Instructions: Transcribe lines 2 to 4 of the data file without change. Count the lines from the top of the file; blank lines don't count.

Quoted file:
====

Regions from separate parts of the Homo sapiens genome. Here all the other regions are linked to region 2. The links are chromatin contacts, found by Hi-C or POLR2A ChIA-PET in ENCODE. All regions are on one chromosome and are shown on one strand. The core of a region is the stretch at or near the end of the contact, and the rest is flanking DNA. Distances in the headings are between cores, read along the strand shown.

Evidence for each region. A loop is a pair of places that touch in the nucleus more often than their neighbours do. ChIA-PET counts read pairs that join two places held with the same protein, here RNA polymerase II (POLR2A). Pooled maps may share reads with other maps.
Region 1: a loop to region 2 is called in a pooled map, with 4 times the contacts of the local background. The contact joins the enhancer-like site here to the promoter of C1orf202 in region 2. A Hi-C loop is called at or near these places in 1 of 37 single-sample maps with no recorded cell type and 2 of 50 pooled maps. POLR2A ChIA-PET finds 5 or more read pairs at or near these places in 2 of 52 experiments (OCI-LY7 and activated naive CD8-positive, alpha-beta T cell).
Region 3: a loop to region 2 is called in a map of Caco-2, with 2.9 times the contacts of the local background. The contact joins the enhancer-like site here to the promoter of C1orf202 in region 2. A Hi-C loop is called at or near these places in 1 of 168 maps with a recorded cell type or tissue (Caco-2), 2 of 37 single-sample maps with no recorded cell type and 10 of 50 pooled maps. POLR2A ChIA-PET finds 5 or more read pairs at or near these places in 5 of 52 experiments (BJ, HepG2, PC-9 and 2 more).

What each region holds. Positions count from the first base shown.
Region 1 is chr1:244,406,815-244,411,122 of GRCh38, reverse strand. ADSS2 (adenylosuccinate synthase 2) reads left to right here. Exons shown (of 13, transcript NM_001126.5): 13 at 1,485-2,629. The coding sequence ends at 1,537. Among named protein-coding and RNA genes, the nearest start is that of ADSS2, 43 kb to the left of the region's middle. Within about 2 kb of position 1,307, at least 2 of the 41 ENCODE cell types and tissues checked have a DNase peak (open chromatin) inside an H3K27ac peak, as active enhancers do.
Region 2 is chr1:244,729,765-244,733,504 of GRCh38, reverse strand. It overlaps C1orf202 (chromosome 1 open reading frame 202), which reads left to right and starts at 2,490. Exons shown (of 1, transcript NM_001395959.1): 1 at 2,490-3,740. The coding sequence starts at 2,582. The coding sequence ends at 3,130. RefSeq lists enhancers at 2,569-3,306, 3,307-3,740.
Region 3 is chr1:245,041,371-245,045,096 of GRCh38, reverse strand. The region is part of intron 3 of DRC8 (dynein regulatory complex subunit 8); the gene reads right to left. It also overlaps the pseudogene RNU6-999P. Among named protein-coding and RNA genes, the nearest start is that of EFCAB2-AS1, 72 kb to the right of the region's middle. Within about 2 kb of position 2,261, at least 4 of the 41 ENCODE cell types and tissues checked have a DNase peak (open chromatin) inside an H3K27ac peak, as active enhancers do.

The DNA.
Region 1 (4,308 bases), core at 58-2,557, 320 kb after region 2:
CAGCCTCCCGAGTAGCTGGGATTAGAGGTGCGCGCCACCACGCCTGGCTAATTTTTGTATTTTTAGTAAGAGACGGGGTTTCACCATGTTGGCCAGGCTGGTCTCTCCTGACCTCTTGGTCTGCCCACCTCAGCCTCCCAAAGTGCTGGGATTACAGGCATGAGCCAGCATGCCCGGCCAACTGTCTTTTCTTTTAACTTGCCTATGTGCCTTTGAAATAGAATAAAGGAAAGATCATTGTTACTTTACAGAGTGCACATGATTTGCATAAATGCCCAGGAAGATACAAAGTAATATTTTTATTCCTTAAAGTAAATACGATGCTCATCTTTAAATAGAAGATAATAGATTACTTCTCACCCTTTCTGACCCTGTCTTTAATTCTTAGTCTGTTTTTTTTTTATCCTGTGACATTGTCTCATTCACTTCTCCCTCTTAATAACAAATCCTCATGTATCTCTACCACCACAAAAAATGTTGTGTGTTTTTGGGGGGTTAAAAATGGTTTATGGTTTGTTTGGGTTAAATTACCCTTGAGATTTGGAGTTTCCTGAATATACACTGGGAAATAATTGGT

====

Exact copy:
Evidence for each region. A loop is a pair of places that touch in the nucleus more often than their neighbours do. ChIA-PET counts read pairs that join two places held with the same protein, here RNA polymerase II (POLR2A). Pooled maps may share reads with other maps.
Region 1: a loop to region 2 is called in a pooled map, with 4 times the contacts of the local background. The contact joins the enhancer-like site here to the promoter of C1orf202 in region 2. A Hi-C loop is called at or near these places in 1 of 37 single-sample maps with no recorded cell type and 2 of 50 pooled maps. POLR2A ChIA-PET finds 5 or more read pairs at or near these places in 2 of 52 experiments (OCI-LY7 and activated naive CD8-positive, alpha-beta T cell).
Region 3: a loop to region 2 is called in a map of Caco-2, with 2.9 times the contacts of the local background. The contact joins the enhancer-like site here to the promoter of C1orf202 in region 2. A Hi-C loop is called at or near these places in 1 of 168 maps with a recorded cell type or tissue (Caco-2), 2 of 37 single-sample maps with no recorded cell type and 10 of 50 pooled maps. POLR2A ChIA-PET finds 5 or more read pairs at or near these places in 5 of 52 experiments (BJ, HepG2, PC-9 and 2 more).